The European Union’s foreign policy chief has confirmed the right of EU citizens to boycott Israel, but insisted that the EU is unequivocally opposed to a boycott on the occupying Zionist entity.
Federica Mogherini, High Representative of the EU for Foreign Affairs and Security Policy, said the EU firmly protected the freedom of expression, including with regard to BDS actions carried out in EU member states.
The “Boycott, Divestment and Sanctions” (BDS) movement attempts to increase economic and political pressure on Israel to meet obligations regarding its relationship with Palestine.
In a written reply to a query by an Irish member of the European Parliament, Ms Mogherini wrote: “The EU stands firm in protecting freedom of expression and freedom of association in line with the Charter of Fundamental Rights of the European Union, which is applicable on EU Member States’ territory, including with regard to BDS actions carried out on this territory.
“Freedom of expression, as underlined by the case law of the European Court of Human Rights, is also applicable to information or ideas ‘that offend, shock or disturb the State or any sector of the population’.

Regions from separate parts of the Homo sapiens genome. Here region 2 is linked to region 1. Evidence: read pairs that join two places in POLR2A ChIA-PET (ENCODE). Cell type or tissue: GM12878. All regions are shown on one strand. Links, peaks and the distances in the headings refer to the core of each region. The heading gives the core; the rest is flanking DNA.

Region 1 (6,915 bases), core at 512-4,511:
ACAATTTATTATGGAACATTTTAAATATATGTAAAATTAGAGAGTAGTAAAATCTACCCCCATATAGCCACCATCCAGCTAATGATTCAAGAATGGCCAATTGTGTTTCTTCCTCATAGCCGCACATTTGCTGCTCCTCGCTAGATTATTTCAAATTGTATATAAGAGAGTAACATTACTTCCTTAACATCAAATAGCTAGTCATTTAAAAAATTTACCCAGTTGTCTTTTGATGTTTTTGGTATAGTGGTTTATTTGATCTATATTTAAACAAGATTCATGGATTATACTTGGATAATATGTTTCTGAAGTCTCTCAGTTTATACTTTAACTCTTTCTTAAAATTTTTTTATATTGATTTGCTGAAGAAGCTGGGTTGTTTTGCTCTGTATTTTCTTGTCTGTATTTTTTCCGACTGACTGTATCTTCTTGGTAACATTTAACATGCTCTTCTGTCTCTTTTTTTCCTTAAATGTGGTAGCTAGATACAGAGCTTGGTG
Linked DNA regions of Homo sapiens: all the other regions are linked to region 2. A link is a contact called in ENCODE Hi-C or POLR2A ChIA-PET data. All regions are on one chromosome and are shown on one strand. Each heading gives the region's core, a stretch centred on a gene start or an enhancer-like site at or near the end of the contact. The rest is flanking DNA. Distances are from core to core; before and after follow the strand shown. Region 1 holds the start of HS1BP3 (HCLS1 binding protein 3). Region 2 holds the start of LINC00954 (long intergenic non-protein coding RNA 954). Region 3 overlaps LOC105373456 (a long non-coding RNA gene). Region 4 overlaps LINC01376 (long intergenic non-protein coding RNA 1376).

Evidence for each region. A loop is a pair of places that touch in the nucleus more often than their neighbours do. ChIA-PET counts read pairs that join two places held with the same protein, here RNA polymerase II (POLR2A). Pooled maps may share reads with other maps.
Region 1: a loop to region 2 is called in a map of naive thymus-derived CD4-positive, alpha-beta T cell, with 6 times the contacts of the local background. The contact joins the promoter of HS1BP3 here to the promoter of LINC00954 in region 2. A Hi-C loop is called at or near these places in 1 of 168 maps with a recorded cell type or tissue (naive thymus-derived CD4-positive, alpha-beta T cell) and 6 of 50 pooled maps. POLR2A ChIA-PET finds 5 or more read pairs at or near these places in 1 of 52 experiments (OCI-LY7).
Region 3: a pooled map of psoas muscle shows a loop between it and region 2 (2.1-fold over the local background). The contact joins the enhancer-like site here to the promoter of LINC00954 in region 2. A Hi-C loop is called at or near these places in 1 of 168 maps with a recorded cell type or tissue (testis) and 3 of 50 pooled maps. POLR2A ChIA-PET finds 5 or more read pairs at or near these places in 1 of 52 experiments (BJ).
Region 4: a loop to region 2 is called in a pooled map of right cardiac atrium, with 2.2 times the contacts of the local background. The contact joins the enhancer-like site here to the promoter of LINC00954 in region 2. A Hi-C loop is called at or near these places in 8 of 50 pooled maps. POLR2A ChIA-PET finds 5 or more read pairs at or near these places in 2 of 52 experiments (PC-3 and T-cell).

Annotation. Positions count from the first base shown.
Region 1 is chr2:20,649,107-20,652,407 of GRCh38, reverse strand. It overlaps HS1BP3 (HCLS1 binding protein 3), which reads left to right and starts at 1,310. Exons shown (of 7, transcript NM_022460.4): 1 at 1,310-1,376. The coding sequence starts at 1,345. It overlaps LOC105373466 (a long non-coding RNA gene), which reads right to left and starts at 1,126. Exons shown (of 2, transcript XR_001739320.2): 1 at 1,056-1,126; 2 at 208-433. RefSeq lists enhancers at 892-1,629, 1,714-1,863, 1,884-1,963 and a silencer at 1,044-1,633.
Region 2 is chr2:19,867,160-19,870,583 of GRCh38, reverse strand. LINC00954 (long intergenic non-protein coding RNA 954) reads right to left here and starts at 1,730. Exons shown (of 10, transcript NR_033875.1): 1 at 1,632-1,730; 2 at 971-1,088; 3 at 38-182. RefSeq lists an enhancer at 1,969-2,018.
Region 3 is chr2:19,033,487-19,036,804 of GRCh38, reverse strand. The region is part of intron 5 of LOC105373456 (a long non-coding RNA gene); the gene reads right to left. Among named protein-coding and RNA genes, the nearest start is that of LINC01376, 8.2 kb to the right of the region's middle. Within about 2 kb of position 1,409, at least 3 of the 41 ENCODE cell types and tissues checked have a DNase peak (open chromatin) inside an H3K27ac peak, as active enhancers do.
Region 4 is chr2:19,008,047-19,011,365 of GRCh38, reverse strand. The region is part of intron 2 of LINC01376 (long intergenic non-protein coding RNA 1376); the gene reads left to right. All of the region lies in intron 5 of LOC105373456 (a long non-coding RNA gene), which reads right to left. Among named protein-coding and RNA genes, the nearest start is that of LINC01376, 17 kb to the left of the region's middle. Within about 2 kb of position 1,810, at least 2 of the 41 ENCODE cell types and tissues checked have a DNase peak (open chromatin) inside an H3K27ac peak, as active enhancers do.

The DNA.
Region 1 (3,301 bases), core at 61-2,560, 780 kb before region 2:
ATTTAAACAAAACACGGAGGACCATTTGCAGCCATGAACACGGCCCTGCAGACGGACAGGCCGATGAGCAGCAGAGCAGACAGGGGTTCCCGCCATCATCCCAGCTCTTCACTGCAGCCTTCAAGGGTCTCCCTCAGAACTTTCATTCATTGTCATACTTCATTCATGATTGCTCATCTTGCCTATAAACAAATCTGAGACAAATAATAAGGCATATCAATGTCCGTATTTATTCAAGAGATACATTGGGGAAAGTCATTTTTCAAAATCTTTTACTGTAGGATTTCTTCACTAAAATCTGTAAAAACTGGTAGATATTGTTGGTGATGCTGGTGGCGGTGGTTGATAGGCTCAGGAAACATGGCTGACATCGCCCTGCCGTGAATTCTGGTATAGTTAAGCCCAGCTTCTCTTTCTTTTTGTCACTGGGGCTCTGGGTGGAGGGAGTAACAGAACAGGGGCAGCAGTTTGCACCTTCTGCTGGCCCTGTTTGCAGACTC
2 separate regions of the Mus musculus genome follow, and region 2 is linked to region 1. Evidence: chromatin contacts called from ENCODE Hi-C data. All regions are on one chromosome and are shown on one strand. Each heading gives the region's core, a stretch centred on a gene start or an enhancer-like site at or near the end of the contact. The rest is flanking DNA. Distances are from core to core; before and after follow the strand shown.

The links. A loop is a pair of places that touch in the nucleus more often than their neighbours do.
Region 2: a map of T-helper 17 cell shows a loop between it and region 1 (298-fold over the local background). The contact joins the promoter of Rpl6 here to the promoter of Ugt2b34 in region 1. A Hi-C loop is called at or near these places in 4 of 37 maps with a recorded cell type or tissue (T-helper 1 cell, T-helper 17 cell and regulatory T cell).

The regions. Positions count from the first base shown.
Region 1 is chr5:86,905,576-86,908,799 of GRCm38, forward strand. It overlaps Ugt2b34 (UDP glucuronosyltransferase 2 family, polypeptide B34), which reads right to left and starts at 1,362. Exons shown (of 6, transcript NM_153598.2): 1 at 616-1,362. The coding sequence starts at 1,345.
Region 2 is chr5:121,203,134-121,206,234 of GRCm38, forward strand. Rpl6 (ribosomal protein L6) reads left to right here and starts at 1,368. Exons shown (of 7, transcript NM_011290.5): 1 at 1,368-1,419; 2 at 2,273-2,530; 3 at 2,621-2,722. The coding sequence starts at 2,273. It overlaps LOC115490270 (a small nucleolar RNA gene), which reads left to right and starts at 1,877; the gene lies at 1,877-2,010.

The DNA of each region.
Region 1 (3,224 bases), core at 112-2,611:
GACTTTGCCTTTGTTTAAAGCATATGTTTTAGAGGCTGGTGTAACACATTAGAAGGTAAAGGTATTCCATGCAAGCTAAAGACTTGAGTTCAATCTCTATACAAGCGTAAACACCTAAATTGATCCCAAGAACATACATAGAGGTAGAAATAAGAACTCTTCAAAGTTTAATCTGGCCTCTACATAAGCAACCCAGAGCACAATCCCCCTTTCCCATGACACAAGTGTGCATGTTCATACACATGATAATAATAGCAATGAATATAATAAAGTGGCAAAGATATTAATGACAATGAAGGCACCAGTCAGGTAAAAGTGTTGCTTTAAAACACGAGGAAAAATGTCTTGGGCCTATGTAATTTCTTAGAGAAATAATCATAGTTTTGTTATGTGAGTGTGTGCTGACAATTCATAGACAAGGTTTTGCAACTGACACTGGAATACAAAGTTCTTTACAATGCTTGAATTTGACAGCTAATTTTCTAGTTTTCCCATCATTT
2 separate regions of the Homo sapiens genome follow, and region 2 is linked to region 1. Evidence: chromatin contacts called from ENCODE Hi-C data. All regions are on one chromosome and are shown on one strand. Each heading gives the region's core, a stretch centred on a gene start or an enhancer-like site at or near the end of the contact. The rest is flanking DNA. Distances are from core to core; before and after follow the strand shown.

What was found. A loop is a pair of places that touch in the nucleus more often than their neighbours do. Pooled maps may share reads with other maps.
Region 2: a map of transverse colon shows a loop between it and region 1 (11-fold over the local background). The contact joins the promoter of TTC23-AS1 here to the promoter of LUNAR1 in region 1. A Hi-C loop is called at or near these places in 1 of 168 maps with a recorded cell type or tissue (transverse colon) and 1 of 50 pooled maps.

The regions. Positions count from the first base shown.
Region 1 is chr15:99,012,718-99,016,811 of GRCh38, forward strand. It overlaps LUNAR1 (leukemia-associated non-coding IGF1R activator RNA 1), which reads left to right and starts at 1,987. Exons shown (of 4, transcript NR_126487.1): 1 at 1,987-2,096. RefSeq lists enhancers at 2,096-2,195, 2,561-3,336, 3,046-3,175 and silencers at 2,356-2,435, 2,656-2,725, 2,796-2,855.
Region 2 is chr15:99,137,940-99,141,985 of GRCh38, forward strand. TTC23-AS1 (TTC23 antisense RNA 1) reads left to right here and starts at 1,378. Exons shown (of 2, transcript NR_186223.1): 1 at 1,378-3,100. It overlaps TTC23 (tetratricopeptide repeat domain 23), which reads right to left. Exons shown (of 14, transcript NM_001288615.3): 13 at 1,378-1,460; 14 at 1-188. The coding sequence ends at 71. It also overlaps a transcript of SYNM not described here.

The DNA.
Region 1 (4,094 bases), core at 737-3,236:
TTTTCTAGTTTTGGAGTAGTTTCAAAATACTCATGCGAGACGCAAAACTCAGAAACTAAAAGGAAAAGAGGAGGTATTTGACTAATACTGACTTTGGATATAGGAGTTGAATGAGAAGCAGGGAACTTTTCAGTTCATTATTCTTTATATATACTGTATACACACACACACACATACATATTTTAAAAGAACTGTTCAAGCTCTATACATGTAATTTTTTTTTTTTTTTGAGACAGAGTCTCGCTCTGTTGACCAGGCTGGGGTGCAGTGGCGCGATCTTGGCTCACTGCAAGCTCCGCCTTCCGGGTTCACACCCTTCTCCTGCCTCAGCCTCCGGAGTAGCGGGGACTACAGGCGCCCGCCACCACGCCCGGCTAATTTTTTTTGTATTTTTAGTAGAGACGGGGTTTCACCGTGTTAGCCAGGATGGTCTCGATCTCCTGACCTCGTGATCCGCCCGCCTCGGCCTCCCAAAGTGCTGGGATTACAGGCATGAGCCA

She added: “The EU rejects the BDS campaign’s attempts to isolate Israel and is opposed to any boycott of Israel.”
In response, the Palestinian BDS National Committee, which bills itself as the largest coalition in Palestinian civil society promoting the anti-Israel boycott movement, said it welcomed the EU’s “belated” defence of human rights.
Riya Hassan, a senior member of the group, reportedly said: “We welcome the EU’s belated defense of the right of European and other citizens to stand in solidarity with Palestinian rights, including through BDS tactics.”
Ms Hassan went on to state that the Palestinians expect the EU to take steps against Israel, including “at the very least, imposing a military embargo on Israel, banning products of companies that do business in Israel’s illegal colonies.”
In February it was revealed the UK Government’s ban on boycotting Israel was at odds with its own advice on the dangers of procuring goods and services from its occupied territories.
The British Government had introduced the ban days before, which stated all publicly funded institutions in the UK would lose the freedom to refuse to buy goods and services from companies involved in the arms trade, fossil fuels, tobacco products or Israeli settlements in the occupied West Bank.